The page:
The winter months seem to stick around far too long! At some point, we miss the sunshine and long, warm days when we can stroll outdoors and soak up nature. It’s important to stay healthy during the protracted winter months when cold and flu viruses make their rounds. Cold weather and the shorter days can impact your mood too. Some people experience a form of seasonal blues, also known as seasonal affective disorder. Good nutrition can help us make it through the colder months and emerge healthy in the spring. Here are some key nutrients you might need more of during the winter and why.
The sunshine vitamin plays a key role in immune health, and just when the risk of viral infections goes up, you get less of it. In fact, studies show that vitamin D deficiency peaks in the winter. Can keeping your vitamin D level up lower your risk of viral upper respiratory infections like the common cold? A study that analyzed 25 randomized controlled trials involving over 11,000 subjects found that those who took a vitamin D supplement had a 12% lower risk of developing an acute respiratory tract infection. These results held even when they controlled for other factors like health status, gender, and age.
Sun exposure is the natural way to raise your vitamin D level, but we get less of it in the cold, winter months, especially if you live at a Northern latitude. Plus, we’re covered up in the winter and there’s less surface area for your skin to soak up the sun. Except for eggs, salmon, and mushrooms exposed to UV light, most foods don’t contain significant quantities of vitamin D. However, some packaged foods are fortified with it, including some yogurt, packaged breakfast cereal, and milk. Read the label to see if the products you buy contain vitamin D.
Should you take a supplement? This is something to discuss with your physician. You can make a more informed decision if you know what your vitamin D level is. The best way to find out is to ask your physician to check your level via a blood test. They can recommend the appropriate amount of supplement to get your vitamin D level into a healthier range.
When planning your shopping list, include some foods rich in zinc. This mineral has a number of functions in the human body. It plays a role in wound healing, fertility, and immune health. The latter is why you may need more of it as temperatures drop. Some studies show that zinc supplements even shorten the duration and severity of colds. Some research even suggests it can reduce the replication of rhinoviruses, one of the viruses that cause the common cold.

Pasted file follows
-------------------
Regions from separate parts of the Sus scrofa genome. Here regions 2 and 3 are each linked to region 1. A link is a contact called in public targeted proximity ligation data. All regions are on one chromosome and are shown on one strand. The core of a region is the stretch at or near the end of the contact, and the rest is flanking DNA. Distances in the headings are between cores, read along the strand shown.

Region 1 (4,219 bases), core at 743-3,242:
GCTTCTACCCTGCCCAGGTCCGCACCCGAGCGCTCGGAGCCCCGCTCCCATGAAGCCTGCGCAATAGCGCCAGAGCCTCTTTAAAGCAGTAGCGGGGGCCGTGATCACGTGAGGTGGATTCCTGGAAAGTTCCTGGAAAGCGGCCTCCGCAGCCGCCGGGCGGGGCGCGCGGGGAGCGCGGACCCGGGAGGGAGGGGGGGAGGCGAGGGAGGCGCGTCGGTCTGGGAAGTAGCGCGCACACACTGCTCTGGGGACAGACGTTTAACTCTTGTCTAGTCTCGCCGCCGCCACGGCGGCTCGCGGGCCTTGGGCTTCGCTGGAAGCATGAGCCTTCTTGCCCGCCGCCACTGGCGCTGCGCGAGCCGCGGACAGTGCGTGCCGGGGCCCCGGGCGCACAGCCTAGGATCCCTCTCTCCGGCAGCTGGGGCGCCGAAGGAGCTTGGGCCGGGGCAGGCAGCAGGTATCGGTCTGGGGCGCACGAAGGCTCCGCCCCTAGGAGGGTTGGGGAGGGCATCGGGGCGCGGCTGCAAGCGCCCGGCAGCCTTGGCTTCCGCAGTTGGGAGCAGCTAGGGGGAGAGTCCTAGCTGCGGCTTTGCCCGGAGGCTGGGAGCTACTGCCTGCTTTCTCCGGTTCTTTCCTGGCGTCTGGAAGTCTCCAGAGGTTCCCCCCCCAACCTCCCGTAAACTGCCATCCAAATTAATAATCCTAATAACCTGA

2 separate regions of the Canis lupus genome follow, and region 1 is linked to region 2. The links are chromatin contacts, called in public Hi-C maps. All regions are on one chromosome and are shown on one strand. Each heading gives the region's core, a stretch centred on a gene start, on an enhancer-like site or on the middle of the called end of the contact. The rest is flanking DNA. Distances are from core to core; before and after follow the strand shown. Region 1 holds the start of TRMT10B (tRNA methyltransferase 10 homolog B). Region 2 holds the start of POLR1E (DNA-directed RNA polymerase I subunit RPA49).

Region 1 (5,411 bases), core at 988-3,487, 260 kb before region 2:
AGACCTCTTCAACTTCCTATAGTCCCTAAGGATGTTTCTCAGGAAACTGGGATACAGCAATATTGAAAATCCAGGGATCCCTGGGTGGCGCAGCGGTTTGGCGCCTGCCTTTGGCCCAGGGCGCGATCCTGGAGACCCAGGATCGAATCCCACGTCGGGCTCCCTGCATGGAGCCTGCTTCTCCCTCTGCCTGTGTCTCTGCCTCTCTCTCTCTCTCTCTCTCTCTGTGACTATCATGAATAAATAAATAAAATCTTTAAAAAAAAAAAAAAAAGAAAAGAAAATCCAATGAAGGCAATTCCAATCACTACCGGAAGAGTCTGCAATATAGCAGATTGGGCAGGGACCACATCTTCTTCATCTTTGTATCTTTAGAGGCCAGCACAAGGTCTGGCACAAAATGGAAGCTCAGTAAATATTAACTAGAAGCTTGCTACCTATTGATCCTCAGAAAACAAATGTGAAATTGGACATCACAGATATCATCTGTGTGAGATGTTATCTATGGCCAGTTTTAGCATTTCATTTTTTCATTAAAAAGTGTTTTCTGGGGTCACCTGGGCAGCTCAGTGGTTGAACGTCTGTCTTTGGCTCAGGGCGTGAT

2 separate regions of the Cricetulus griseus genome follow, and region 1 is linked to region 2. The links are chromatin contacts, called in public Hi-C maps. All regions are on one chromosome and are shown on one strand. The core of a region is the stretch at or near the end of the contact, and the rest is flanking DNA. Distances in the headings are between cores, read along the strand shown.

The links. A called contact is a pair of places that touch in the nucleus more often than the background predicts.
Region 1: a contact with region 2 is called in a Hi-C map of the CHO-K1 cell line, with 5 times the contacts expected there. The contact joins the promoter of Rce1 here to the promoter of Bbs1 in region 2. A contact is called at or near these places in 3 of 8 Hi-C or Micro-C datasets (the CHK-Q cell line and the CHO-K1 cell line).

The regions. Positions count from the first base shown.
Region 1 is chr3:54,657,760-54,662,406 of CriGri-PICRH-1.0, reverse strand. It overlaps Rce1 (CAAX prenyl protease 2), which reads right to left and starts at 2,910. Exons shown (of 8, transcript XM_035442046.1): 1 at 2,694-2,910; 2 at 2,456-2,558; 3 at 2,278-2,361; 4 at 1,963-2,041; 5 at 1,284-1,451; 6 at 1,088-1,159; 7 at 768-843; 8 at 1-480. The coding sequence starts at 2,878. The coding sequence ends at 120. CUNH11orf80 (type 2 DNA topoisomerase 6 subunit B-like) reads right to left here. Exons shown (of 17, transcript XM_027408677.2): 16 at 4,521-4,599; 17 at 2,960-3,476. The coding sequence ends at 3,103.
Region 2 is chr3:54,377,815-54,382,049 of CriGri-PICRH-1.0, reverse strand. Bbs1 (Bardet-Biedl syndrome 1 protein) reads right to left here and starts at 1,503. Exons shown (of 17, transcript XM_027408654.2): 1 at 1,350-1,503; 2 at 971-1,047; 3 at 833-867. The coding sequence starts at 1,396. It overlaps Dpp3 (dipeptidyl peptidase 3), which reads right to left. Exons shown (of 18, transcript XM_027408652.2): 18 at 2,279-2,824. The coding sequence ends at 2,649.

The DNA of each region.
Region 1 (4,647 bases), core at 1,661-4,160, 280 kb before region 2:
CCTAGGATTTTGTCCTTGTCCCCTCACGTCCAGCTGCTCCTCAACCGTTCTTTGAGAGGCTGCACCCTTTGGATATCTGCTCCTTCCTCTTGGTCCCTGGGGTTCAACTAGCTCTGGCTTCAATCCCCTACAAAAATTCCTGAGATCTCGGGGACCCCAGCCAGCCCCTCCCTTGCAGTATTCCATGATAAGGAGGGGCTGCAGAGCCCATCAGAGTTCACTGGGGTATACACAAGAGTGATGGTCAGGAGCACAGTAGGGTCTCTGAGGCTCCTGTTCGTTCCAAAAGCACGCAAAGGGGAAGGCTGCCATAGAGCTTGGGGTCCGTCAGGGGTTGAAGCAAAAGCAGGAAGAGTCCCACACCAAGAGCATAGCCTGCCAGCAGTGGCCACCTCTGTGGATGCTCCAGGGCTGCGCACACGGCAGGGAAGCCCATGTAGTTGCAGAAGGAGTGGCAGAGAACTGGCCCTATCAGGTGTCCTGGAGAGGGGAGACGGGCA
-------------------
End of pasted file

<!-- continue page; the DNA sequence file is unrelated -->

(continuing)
If you eat a plant-based diet, add more cashews, walnuts, chickpeas, lentils, pumpkin seeds, whole grains, and hemp seeds to your plate. If you eat an omnivorous diet, you can also get significant amounts of zinc from seafood, including shellfish, eggs, beef, pork, dairy, and dark meat chicken.
Probiotic-rich foods supply your gut with friendly bacteria that may give you an edge against viral infections during the winter. Not surprising since 70% of your immune system lies in your gut and is influenced by the bacteria that make their home in the warm dark passages of your intestines. People sometimes take a commercial probiotic to maintain gut health, but there’s variability in the concentration and types of bacteria in these products. Some may not contain enough viable bacteria to offer health benefits.
A better choice may be to add more fermented foods to your diet. Rather than swallow a probiotic pill, enjoy healthy gut bacteria by consuming more fresh sauerkraut, kimchi, kefir, and yogurt with live cultures. If you don’t mind doing it yourself, you can even ferment your own vegetables. The advantage of getting probiotics from veggies is you also get a healthy dose of fiber too. You might discover you enjoy the tangy taste of fermented veggies!
Vitamin C won’t cure a cold, despite what Linus Pauling thought, but it’s vital for a healthy immune system. Can it shorten the duration of a cold? Most research doesn’t show substantial benefits, although one study found that taking a vitamin C supplement each day reduced the duration of the common cold by 8% in adults and 14% in children. It’s a small difference but not insignificant!
Yet there are downsides to taking high-dose vitamin C as a supplement. Vitamin C in supplement form has side effects and people who have a history of kidney stones should avoid them. Vitamin C in supplement form increases the number of oxalates in the urine and that can trigger calcium oxalate kidney stones. Plus, vitamin C supplements can cause nausea and diarrhea.
Instead, get your vitamin C by eating a variety of fruits and vegetables. Raw vegetables and fruits are best since heat destroys some vitamin C in produce. However, cooking increases the bioavailability of some nutrients, such as lycopene, so why not eat raw and cooked vegetables? With so many ways to prepare fruits and vegetables, you have lots of options!
The Bottom Line
Stay healthy this winter! It all starts with what you put on your plate. Choose nutrient-dense foods, including fermented ones, and be sure to get outdoors and get some sunshine too. What you eat and the totality of your lifestyle matters. Exercise, too, can give your immune system a boost if you do it in moderation. No long, grueling workouts. Give yourself adequate recovery time between training sessions – but keep working out!
WebMD.com. “Vitamin C for the Common Cold”
Rev Med Virol. 2019 Mar;29(2):e2032. doi: 10.1002/rmv.2032. Epub 2019 Jan 6.
Medical News Today. “New Evidence that Vitamin D Prevents Respiratory Infections”